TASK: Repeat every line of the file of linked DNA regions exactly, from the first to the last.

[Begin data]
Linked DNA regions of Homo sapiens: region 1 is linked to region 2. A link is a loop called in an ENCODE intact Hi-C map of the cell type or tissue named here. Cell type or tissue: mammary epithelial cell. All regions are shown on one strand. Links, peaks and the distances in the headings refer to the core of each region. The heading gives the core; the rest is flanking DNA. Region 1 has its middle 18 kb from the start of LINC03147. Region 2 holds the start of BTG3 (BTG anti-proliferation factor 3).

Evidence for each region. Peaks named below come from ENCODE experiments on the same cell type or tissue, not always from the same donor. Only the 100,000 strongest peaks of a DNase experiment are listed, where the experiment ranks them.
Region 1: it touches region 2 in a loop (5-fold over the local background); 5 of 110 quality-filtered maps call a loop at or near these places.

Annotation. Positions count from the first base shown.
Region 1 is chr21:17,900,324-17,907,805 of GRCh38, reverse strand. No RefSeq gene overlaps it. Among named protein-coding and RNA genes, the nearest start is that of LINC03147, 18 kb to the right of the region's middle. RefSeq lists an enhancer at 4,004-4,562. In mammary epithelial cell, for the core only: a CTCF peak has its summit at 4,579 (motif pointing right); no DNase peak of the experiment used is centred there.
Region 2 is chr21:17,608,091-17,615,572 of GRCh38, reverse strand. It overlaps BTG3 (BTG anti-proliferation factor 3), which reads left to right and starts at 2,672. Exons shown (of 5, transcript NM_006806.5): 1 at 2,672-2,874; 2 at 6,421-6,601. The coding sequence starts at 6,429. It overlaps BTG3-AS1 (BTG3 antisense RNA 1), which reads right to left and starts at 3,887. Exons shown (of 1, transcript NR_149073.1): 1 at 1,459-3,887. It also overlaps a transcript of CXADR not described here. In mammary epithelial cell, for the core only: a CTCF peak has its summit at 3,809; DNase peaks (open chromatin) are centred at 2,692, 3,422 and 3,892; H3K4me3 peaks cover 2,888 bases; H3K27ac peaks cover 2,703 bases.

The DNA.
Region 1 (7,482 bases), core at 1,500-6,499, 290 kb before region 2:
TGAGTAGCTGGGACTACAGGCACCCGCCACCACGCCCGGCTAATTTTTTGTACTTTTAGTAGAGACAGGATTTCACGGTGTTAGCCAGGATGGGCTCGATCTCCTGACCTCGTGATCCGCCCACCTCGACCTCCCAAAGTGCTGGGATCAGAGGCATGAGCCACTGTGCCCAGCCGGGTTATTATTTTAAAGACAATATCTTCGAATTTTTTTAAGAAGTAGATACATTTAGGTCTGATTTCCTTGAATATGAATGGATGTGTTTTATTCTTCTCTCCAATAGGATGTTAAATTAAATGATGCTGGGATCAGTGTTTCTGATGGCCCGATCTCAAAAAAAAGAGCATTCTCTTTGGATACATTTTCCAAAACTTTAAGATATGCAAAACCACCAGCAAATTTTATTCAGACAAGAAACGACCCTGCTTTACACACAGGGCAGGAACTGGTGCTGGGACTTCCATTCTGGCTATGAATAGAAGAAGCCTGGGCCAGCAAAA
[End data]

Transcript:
Linked DNA regions of Homo sapiens: region 1 is linked to region 2. A link is a loop called in an ENCODE intact Hi-C map of the cell type or tissue named here. Cell type or tissue: mammary epithelial cell. All regions are shown on one strand. Links, peaks and the distances in the headings refer to the core of each region. The heading gives the core; the rest is flanking DNA. Region 1 has its middle 18 kb from the start of LINC03147. Region 2 holds the start of BTG3 (BTG anti-proliferation factor 3).

Evidence for each region. Peaks named below come from ENCODE experiments on the same cell type or tissue, not always from the same donor. Only the 100,000 strongest peaks of a DNase experiment are listed, where the experiment ranks them.
Region 1: it touches region 2 in a loop (5-fold over the local background); 5 of 110 quality-filtered maps call a loop at or near these places.

Annotation. Positions count from the first base shown.
Region 1 is chr21:17,900,324-17,907,805 of GRCh38, reverse strand. No RefSeq gene overlaps it. Among named protein-coding and RNA genes, the nearest start is that of LINC03147, 18 kb to the right of the region's middle. RefSeq lists an enhancer at 4,004-4,562. In mammary epithelial cell, for the core only: a CTCF peak has its summit at 4,579 (motif pointing right); no DNase peak of the experiment used is centred there.
Region 2 is chr21:17,608,091-17,615,572 of GRCh38, reverse strand. It overlaps BTG3 (BTG anti-proliferation factor 3), which reads left to right and starts at 2,672. Exons shown (of 5, transcript NM_006806.5): 1 at 2,672-2,874; 2 at 6,421-6,601. The coding sequence starts at 6,429. It overlaps BTG3-AS1 (BTG3 antisense RNA 1), which reads right to left and starts at 3,887. Exons shown (of 1, transcript NR_149073.1): 1 at 1,459-3,887. It also overlaps a transcript of CXADR not described here. In mammary epithelial cell, for the core only: a CTCF peak has its summit at 3,809; DNase peaks (open chromatin) are centred at 2,692, 3,422 and 3,892; H3K4me3 peaks cover 2,888 bases; H3K27ac peaks cover 2,703 bases.

The DNA.
Region 1 (7,482 bases), core at 1,500-6,499, 290 kb before region 2:
TGAGTAGCTGGGACTACAGGCACCCGCCACCACGCCCGGCTAATTTTTTGTACTTTTAGTAGAGACAGGATTTCACGGTGTTAGCCAGGATGGGCTCGATCTCCTGACCTCGTGATCCGCCCACCTCGACCTCCCAAAGTGCTGGGATCAGAGGCATGAGCCACTGTGCCCAGCCGGGTTATTATTTTAAAGACAATATCTTCGAATTTTTTTAAGAAGTAGATACATTTAGGTCTGATTTCCTTGAATATGAATGGATGTGTTTTATTCTTCTCTCCAATAGGATGTTAAATTAAATGATGCTGGGATCAGTGTTTCTGATGGCCCGATCTCAAAAAAAAGAGCATTCTCTTTGGATACATTTTCCAAAACTTTAAGATATGCAAAACCACCAGCAAATTTTATTCAGACAAGAAACGACCCTGCTTTACACACAGGGCAGGAACTGGTGCTGGGACTTCCATTCTGGCTATGAATAGAAGAAGCCTGGGCCAGCAAAA